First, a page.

5. Life and Values

    OH! That's what this is all about! And here I thought it was just a way to get more traffic into the forum
  6. Jokes

    Um, cats don't ALWAYS land feet first. If it is from too high a distance or too short a distance or just plan too fast, the cat can become disoriented. Don't ask how I know this..... I love cats.... with ketchup.... jk! Really, I have studied it and the equilibrium mechanism in the ears can get off not allowing the cat to right itself. There have been controlled studies done and just so you know, no cats were injured during the making of this joke.
  7. Jokes

    I always get a kick out of those "figure it out" jokes.... Like.... An electric locomotive is traveling from Denver to Philadelphia traveling at an average speed of 50 mph. The train leaves at 5:00 am. The wind is blowing ESE. What direction is the steam going?
  8. Moral Dilemma #3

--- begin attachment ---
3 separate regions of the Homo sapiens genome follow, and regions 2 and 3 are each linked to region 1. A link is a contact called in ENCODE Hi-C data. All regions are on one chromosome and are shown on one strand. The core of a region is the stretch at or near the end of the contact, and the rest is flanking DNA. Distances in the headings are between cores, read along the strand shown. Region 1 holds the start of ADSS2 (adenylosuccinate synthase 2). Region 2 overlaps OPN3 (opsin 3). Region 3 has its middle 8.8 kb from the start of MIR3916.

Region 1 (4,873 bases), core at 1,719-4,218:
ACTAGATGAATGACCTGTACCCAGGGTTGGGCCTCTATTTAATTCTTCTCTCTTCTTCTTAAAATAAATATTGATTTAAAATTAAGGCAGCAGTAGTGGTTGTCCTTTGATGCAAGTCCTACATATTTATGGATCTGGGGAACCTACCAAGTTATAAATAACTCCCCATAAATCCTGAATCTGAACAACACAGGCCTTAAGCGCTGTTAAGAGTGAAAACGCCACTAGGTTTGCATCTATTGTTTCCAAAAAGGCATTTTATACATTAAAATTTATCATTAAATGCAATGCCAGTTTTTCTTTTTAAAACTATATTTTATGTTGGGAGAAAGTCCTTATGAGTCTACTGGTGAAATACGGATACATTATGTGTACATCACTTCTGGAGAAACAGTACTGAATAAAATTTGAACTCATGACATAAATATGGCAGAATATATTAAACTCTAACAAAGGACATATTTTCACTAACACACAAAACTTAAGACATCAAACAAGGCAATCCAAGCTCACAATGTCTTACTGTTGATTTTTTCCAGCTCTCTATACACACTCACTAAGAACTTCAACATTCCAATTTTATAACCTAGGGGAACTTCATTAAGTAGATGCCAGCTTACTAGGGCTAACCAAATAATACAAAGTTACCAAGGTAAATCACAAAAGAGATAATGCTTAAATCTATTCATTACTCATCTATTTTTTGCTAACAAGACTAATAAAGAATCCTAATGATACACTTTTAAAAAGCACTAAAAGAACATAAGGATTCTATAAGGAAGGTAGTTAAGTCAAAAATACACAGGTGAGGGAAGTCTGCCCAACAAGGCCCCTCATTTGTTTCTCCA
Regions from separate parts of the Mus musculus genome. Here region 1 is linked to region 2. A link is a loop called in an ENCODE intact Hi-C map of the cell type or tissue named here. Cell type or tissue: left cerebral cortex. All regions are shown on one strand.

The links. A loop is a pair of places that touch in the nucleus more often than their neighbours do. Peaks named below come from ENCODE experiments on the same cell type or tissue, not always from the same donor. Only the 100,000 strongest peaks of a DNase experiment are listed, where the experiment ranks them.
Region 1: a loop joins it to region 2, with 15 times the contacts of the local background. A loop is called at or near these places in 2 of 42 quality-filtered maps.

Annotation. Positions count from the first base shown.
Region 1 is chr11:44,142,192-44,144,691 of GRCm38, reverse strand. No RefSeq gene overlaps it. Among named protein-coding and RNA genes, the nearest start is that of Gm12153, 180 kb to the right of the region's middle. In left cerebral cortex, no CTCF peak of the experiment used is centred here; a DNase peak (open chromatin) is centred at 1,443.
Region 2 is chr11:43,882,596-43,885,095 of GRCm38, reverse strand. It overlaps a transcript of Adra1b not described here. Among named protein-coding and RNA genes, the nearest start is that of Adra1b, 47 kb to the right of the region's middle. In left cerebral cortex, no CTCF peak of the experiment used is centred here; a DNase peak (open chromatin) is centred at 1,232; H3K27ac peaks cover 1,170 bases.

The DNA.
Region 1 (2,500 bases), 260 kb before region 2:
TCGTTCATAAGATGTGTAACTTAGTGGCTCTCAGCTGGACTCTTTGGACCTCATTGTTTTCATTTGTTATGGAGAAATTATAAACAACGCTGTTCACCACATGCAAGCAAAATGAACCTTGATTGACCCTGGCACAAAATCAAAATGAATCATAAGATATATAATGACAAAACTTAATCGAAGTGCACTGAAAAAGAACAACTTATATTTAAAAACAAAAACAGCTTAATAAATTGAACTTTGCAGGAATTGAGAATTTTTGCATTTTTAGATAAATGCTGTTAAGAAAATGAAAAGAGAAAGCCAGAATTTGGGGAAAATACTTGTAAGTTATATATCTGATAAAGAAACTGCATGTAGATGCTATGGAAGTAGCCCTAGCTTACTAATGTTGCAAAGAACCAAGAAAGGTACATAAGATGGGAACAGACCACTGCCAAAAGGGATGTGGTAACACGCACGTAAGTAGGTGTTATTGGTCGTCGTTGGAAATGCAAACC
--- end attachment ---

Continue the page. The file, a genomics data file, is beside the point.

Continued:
As a parent of three with another on the way, I can honestly say that the environment makes all the difference! If you set up the house in a way that is safe for the child, without having to make undue demands on the child, it is a much nicer environment. I have had to deal with a child who will not calm down, not sit still, wants to scream and fight, etc, and I refused to buy into it. I remember one day in the grocery store taking my son to the bathroom because he was screaming for something. After a few minutes, he was done, I told him that he still was not getting whatever it was he wanted and why. He never did it again. He was 2. Now, he did still want things but the behavior was negated. In older children, there must be consequences for actions. Hitting your sister results in not getting A, B, or C priviledges.... period. In emergency situations, like getting a chair and climbing on the stove, an abrupt NO with an immediate removal of the child from the situation will usually put the "scare" into them to realize that what they did was not a good idea. Kind of like a lion roaring at it's young with it's mouth open. He wouldn't bite the cub, but he'll give him a start! You know, I never thought I would use a harness.... but with my last one, I have. I always thought of it as something I would put on my dog, you know. But there is no way I am going to yell and scream and try to get through to a very active child who has a total language consisting of 6 words to sit still or hold my hand or not run into the road. You have to pick your battles, and you have to win. You don't have to fight, but you have to be firm and immediate with your response- a direct correlation to what happened. As the situations get more severe and your child gets older, there can be moments of waiting to discipline, but the response must be immediate. "That was not appropriate, and you will be punished." Spanking is a cop-out. It's what you do without resources and skills. Have I ever done it? Yeah, I have swatted a butt, but I will be the first to admit, it was my OWN inability to deal with the situation. But, getting on the right road was easier than I thought. Anyone can spank, but a good parent guides and teaches. ~Cathy